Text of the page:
Due to a lack of space and financial reasons, it is impossible to preserve everything. Every archive therefore has to appraise the offered collections and to make choices. Everything that is disposed leads to a loss of information. The question is how serious the loss is. Therefore, it is important to determine the archival value. In order to do so, among other things the source value and the epistemological value play a role. One problem is that appraisal might vary - due to different times and different persons/groups of persons - as perspectives and research interests are changing.
Soldier in World War I on the western front, Source: Bundesarchiv (Federal Archive), picture 183-R05148, unknown photographer, CC-BY-SA 3.0 [CC BY-SA 3.0 de], via Wikimedia Commons (https://commons.wikimedia.org/wiki/File:Bundesarchiv_Bild_183-R05148,_Westfront,_deutscher_Soldat.jpg)
Today 100 years ago, World War I ended. The armistice of 11 November 1918 ended the fighting. However, formally World War I ended with the Treaty of Versailles. Signed on 28 June 1919, it became effective on 10 January 1920. On this occasion, we compiled some sources for researching German soldiers of World War I.
Erinnerungszeichen plaque for Tilly and Franz Landauer in Munich, Königinstraße 85
09 November is a special day in German history. An especially sad chapter was written on 09 and 10 November 1938. Not only were synagogues and Jewish shops all over the then German Reich set on fire and destroyed, also thousands of Jews were abused, arrested or killed. The discrimination of German Jews since the seizure of control of the National Socialists became now a systematic persecution. Until today, the so-called “(Reichs-)Kristallnacht” (often used in international context, but a rather controversial term) or “Reichspogromnacht” is a symbol for the endless number of crimes against humanity that were committed by Hitler’s government and his followers.
We are helping many clients with their Jewish research in Germany. No matter how much you know about the Holocaust, it is always especially horrible and emotional to follow single family histories during this time - All the more important to maintain a social awareness and to commemorate especially individual fates. Since the year 2000, the project “Stolpersteine” (stumbling stones) of the artist Gunter Demnig helps to remember. In Munich there are no Stolpersteine on public grounds. However, since July 2018 there is an alternative, the so-called “Erinnerungszeichen” (reminder signs).
„Hamburg. Ansichten von der Freien und Hansestadt“ from 1923 and „Bauer’s Neues Kochbuch“ from 1935.
Since 24 October 1995 Library Day is celebrated in Germany. It is supposed to bring attention to the countless libraries in Germany and all they have to offer. Many libraries organize special events for this day. For us as genealogists, books are important sources. This is why we would like to highlight this day by going on a little treasure hunt within our private company library.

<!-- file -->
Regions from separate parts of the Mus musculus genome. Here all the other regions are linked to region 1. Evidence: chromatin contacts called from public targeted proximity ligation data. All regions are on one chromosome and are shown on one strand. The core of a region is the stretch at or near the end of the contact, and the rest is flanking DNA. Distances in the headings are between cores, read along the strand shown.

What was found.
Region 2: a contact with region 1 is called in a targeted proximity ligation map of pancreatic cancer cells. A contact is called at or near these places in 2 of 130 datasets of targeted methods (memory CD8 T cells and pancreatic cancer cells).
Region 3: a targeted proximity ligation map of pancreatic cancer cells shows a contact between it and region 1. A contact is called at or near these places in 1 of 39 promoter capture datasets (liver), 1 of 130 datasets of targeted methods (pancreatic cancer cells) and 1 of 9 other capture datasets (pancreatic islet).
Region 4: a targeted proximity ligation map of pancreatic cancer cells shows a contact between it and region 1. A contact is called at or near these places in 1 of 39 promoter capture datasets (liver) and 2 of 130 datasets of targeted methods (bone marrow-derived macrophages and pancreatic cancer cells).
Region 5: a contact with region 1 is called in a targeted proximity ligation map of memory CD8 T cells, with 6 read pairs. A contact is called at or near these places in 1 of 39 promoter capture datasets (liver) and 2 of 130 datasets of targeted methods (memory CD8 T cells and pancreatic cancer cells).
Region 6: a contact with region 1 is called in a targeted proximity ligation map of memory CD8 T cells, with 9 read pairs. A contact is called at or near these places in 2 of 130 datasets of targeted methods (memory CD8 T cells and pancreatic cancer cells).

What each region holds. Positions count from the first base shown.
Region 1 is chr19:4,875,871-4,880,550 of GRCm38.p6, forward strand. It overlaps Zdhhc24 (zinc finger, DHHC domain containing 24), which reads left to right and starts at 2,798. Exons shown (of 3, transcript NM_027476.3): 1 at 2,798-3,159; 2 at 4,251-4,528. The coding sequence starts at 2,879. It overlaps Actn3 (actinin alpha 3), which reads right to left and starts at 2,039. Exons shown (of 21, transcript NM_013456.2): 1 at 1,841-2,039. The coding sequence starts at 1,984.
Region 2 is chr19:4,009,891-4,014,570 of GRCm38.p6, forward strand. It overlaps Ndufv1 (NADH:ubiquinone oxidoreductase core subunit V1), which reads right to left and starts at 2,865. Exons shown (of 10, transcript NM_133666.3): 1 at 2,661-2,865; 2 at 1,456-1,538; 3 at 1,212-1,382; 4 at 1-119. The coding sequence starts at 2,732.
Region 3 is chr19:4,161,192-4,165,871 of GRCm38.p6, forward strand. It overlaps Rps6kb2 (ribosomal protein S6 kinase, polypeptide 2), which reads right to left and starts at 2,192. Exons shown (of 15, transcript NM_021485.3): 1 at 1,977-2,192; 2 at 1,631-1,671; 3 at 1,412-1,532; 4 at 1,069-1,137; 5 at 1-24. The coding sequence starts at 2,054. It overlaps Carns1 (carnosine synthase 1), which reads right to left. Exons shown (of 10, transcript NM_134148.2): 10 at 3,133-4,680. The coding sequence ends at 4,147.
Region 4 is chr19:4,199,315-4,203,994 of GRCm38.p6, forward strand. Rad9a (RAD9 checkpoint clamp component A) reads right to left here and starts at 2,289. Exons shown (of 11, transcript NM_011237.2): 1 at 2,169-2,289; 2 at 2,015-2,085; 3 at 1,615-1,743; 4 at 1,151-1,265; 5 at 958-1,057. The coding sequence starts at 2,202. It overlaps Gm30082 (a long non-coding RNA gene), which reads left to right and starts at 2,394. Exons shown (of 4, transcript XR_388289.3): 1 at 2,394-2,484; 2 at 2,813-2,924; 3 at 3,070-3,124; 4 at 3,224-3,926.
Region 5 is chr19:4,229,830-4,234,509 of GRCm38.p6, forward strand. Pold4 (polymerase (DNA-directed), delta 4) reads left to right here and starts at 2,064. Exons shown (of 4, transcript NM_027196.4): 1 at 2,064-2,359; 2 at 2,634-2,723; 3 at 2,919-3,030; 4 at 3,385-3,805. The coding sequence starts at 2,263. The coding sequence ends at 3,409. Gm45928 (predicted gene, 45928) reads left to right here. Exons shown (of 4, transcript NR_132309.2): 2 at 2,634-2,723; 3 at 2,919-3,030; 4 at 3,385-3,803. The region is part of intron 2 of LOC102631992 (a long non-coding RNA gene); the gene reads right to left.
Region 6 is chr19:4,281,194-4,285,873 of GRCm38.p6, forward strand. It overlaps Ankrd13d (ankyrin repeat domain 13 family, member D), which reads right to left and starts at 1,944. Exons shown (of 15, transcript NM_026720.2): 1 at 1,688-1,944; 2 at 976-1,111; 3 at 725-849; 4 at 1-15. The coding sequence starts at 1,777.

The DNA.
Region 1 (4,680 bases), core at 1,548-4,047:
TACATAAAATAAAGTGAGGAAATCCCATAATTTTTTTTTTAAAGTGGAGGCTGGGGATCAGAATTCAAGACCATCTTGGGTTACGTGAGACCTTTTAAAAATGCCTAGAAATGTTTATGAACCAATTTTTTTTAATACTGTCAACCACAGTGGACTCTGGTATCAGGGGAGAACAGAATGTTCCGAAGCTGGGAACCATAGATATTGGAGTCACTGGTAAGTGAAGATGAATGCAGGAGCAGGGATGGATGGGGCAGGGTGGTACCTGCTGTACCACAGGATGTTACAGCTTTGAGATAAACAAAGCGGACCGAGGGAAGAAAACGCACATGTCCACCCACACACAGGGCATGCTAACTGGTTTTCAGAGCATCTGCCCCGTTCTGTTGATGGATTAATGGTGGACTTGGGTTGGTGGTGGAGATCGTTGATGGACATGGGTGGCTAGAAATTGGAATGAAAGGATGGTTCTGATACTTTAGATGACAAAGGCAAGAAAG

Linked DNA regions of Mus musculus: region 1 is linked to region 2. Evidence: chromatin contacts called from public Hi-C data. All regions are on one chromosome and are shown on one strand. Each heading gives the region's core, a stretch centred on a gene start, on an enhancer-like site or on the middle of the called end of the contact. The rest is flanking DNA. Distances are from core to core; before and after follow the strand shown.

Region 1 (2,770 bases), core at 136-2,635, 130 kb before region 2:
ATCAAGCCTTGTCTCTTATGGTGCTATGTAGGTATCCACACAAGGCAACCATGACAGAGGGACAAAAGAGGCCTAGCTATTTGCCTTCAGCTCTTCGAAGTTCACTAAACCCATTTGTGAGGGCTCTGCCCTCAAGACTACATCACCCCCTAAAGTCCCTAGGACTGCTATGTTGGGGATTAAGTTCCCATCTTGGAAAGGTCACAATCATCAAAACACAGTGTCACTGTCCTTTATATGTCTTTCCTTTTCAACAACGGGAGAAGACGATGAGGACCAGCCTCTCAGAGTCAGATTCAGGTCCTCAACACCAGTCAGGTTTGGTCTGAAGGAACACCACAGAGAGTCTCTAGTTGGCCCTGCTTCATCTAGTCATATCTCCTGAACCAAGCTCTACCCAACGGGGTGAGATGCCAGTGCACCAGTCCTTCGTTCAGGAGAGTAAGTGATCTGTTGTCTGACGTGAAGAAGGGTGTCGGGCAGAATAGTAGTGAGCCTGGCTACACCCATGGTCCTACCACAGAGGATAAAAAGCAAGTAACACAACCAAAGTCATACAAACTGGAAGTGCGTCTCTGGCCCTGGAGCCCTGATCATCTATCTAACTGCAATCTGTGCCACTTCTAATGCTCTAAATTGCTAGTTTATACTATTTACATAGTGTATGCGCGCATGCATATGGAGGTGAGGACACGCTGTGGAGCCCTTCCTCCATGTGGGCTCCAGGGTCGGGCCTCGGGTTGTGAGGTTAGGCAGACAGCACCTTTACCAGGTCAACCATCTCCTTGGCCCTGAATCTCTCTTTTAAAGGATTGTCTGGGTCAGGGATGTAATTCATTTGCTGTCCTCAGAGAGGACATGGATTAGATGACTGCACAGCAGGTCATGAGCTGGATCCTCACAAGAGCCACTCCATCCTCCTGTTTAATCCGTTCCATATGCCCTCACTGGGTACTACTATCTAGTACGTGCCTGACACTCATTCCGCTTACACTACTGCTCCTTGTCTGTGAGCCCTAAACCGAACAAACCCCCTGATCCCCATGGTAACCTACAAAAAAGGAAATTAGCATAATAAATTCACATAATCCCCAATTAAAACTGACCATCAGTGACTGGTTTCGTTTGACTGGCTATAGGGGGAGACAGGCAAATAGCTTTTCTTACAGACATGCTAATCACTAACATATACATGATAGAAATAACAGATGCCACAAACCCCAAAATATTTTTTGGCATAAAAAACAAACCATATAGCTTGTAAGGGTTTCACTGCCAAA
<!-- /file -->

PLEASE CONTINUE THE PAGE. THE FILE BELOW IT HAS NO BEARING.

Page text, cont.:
In his new book, the long-standing professional genealogist Paul Gorry addresses credentials for professional genealogists worldwide. It is a resource for accrediting bodies, those seeking professional credentials and of course also potential clients who would like to know more on how to find a trustworthy professional genealogist.
Colonel Friedrich Hecker, unknown author [Public domain], via Wikimedia Commons (https://commons.wikimedia.org/wiki/File:Colonel_Friedrich_Hecker.png).
Friedrich Hecker was one of the faces of the German revolutions of 1848-1849. Like many of his companions he emigrated after the failing of the revolution or single uprisings. On 20 September 1848, he boarded a ship to New York in Le Havre and became a farmer in Illinois. Later, He fought in the American Civil War.
The Thirty Years‘ War was one of the most destructive confrontations on German territory. Prior to the two world wars in the 20th century it was considered to be probably the most incisive event in German history. It also had an impact on today’s genealogy. The Thirty Years’ War was precipitated by the Second Defenestration of Prague on 23 May 1618.
Every day, Santa Claus flies above Hamburg’s city hall Christmas market. Picture by Chorengel, Pixabay.com.
It’s time again. In Germany the Christmas markets are opening. Today, the season for many of the big and small ones in Hamburg’s quarters begins, too. But the cozy markets that invite to a cup of mulled wine and a bite as well as Christmas shopping are not only a favorite in Germany. The German Christmas market is, like the Oktoberfest, a real export hit.